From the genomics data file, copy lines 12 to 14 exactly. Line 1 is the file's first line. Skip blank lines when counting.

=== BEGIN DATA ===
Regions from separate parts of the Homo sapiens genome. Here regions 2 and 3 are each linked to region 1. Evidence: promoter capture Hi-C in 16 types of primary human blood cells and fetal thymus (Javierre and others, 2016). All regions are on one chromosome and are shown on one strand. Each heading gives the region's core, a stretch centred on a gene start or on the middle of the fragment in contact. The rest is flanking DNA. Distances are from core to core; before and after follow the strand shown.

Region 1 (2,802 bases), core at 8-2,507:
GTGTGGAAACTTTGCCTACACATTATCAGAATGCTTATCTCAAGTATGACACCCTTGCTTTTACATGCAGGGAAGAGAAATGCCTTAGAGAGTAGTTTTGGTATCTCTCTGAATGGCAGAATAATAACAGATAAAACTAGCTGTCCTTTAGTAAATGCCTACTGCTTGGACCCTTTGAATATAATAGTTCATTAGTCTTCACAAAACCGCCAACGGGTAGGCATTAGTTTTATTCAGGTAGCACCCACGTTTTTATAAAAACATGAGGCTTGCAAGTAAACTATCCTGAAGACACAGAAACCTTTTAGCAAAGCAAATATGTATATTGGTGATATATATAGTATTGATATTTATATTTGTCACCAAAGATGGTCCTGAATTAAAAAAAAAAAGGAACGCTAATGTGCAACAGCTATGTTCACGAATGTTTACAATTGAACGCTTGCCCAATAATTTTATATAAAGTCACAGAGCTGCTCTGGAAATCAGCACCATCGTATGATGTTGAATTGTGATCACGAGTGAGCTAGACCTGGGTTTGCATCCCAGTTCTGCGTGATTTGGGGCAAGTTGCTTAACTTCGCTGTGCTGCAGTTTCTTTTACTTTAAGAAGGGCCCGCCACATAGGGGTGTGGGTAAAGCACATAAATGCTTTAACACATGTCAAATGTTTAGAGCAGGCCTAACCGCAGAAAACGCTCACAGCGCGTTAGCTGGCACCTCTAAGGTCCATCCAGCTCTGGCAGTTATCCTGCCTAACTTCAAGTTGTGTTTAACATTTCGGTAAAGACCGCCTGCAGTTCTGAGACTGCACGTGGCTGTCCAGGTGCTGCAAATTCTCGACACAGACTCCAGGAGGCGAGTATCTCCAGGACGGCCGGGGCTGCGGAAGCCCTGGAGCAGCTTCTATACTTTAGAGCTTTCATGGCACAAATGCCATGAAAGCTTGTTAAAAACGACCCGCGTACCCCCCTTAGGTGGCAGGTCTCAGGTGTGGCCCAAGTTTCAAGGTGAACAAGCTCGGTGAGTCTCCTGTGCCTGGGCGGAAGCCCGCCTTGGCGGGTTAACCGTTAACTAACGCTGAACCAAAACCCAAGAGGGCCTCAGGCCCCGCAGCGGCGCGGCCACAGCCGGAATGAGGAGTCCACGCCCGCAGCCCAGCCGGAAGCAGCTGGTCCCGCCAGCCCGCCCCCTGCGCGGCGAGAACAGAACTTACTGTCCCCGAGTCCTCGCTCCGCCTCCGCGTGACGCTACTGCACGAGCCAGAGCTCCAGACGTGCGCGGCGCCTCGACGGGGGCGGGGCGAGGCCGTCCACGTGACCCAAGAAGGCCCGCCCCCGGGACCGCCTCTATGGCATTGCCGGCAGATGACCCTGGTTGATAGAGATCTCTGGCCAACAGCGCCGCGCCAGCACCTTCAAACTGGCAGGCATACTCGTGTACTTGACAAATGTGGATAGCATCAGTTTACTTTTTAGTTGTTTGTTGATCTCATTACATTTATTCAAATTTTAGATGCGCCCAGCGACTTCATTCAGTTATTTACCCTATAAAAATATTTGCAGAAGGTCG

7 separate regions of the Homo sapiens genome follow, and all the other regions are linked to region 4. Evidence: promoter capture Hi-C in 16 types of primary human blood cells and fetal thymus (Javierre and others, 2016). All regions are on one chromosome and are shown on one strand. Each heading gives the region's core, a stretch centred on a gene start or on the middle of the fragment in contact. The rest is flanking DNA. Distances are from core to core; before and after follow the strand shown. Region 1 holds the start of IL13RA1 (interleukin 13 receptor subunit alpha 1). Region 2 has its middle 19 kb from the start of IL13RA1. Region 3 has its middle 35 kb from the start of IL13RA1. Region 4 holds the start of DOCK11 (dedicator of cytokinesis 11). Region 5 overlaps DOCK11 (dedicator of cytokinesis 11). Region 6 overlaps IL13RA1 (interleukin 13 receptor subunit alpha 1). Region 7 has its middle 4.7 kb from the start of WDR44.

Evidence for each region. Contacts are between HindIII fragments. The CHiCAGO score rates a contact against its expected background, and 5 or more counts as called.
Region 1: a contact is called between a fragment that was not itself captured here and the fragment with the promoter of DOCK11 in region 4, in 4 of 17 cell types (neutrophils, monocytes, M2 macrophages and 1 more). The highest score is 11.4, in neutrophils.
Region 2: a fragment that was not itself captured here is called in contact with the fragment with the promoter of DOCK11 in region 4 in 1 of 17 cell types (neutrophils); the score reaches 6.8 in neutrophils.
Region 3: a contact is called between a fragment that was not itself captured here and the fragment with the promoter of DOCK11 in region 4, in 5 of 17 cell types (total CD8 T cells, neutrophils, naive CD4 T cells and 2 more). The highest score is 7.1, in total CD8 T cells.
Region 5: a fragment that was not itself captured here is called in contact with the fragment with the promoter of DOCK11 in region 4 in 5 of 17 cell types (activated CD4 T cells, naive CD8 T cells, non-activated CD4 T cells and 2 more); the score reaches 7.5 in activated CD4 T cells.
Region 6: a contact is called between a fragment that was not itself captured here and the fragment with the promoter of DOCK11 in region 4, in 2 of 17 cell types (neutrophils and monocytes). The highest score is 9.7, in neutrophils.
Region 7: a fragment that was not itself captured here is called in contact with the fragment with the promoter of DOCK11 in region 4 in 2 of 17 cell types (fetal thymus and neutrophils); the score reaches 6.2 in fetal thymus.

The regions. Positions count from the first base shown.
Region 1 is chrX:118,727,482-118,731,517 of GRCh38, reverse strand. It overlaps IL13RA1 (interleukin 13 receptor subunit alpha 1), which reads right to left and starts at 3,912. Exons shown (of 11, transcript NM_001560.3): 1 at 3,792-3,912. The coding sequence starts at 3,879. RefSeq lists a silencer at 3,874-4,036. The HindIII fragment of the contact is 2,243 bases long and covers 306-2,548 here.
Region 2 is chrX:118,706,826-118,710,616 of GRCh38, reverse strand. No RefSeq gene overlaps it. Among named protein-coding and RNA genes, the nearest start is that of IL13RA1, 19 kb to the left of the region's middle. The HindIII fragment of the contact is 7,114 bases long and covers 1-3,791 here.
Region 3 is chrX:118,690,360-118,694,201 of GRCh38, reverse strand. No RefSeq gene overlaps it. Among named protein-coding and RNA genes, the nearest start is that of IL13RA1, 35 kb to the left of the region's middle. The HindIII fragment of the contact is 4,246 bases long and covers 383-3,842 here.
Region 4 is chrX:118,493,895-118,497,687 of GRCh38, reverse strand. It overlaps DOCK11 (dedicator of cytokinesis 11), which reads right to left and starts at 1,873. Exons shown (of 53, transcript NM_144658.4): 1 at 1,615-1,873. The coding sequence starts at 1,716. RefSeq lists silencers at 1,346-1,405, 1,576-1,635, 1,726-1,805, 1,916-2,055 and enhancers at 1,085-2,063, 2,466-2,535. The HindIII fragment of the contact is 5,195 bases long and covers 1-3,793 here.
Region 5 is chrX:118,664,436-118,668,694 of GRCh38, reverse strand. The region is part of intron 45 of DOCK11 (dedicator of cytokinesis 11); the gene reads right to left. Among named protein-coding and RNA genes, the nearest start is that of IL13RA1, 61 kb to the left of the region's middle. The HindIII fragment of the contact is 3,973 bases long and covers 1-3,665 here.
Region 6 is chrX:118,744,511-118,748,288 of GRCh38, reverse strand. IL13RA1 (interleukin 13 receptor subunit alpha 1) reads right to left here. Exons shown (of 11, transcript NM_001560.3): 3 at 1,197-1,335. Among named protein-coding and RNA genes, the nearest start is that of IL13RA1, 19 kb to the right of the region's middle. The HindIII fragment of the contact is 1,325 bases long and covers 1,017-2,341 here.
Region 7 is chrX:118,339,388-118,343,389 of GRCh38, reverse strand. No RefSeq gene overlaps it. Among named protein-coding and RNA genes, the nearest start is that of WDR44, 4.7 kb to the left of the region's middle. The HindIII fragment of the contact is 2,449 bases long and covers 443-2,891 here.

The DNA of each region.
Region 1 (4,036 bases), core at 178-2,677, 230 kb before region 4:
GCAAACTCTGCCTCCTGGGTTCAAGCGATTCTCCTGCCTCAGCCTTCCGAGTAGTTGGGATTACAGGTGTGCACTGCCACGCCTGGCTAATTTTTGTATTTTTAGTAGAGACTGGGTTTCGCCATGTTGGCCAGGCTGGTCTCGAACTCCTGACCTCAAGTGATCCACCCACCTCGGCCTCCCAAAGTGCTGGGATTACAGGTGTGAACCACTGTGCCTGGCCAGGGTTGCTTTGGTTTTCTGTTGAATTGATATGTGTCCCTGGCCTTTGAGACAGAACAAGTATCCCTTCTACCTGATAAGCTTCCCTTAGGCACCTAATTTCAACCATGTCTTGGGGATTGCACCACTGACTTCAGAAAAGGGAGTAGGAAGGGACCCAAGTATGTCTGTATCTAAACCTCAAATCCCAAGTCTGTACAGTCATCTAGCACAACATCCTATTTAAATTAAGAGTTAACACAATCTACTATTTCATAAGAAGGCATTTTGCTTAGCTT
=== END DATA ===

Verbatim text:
The regions. Positions count from the first base shown.
Region 1 is chrX:118,727,482-118,731,517 of GRCh38, reverse strand. It overlaps IL13RA1 (interleukin 13 receptor subunit alpha 1), which reads right to left and starts at 3,912. Exons shown (of 11, transcript NM_001560.3): 1 at 3,792-3,912. The coding sequence starts at 3,879. RefSeq lists a silencer at 3,874-4,036. The HindIII fragment of the contact is 2,243 bases long and covers 306-2,548 here.
Region 2 is chrX:118,706,826-118,710,616 of GRCh38, reverse strand. No RefSeq gene overlaps it. Among named protein-coding and RNA genes, the nearest start is that of IL13RA1, 19 kb to the left of the region's middle. The HindIII fragment of the contact is 7,114 bases long and covers 1-3,791 here.